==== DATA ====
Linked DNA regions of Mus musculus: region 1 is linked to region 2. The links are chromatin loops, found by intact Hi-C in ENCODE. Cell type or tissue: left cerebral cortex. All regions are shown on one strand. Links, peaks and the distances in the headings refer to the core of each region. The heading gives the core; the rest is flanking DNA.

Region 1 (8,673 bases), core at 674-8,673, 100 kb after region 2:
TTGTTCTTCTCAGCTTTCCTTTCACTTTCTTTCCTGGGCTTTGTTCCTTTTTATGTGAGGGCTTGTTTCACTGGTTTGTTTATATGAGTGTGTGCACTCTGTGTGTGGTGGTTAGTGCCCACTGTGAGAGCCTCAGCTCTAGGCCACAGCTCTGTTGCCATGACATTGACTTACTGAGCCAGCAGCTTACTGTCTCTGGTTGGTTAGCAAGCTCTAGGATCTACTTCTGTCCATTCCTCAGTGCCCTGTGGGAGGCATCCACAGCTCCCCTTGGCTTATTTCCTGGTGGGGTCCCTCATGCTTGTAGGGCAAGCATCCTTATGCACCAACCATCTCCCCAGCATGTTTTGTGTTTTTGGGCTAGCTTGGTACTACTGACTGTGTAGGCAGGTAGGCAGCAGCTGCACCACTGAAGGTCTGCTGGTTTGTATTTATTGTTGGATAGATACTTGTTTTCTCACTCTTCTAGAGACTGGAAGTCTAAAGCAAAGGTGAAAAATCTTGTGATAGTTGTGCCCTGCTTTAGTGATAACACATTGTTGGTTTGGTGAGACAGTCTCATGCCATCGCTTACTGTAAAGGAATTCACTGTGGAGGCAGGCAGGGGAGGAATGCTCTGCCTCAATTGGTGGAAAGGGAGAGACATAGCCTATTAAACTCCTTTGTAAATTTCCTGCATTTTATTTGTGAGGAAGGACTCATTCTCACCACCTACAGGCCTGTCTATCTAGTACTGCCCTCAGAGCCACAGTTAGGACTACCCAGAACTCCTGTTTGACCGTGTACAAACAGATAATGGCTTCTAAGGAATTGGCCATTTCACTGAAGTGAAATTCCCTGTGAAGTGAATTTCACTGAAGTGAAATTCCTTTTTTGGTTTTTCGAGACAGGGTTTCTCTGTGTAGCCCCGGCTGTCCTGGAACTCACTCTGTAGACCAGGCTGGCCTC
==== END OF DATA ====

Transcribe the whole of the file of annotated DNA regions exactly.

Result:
Linked DNA regions of Mus musculus: region 1 is linked to region 2. The links are chromatin loops, found by intact Hi-C in ENCODE. Cell type or tissue: left cerebral cortex. All regions are shown on one strand. Links, peaks and the distances in the headings refer to the core of each region. The heading gives the core; the rest is flanking DNA.

Region 1 (8,673 bases), core at 674-8,673, 100 kb after region 2:
TTGTTCTTCTCAGCTTTCCTTTCACTTTCTTTCCTGGGCTTTGTTCCTTTTTATGTGAGGGCTTGTTTCACTGGTTTGTTTATATGAGTGTGTGCACTCTGTGTGTGGTGGTTAGTGCCCACTGTGAGAGCCTCAGCTCTAGGCCACAGCTCTGTTGCCATGACATTGACTTACTGAGCCAGCAGCTTACTGTCTCTGGTTGGTTAGCAAGCTCTAGGATCTACTTCTGTCCATTCCTCAGTGCCCTGTGGGAGGCATCCACAGCTCCCCTTGGCTTATTTCCTGGTGGGGTCCCTCATGCTTGTAGGGCAAGCATCCTTATGCACCAACCATCTCCCCAGCATGTTTTGTGTTTTTGGGCTAGCTTGGTACTACTGACTGTGTAGGCAGGTAGGCAGCAGCTGCACCACTGAAGGTCTGCTGGTTTGTATTTATTGTTGGATAGATACTTGTTTTCTCACTCTTCTAGAGACTGGAAGTCTAAAGCAAAGGTGAAAAATCTTGTGATAGTTGTGCCCTGCTTTAGTGATAACACATTGTTGGTTTGGTGAGACAGTCTCATGCCATCGCTTACTGTAAAGGAATTCACTGTGGAGGCAGGCAGGGGAGGAATGCTCTGCCTCAATTGGTGGAAAGGGAGAGACATAGCCTATTAAACTCCTTTGTAAATTTCCTGCATTTTATTTGTGAGGAAGGACTCATTCTCACCACCTACAGGCCTGTCTATCTAGTACTGCCCTCAGAGCCACAGTTAGGACTACCCAGAACTCCTGTTTGACCGTGTACAAACAGATAATGGCTTCTAAGGAATTGGCCATTTCACTGAAGTGAAATTCCCTGTGAAGTGAATTTCACTGAAGTGAAATTCCTTTTTTGGTTTTTCGAGACAGGGTTTCTCTGTGTAGCCCCGGCTGTCCTGGAACTCACTCTGTAGACCAGGCTGGCCTC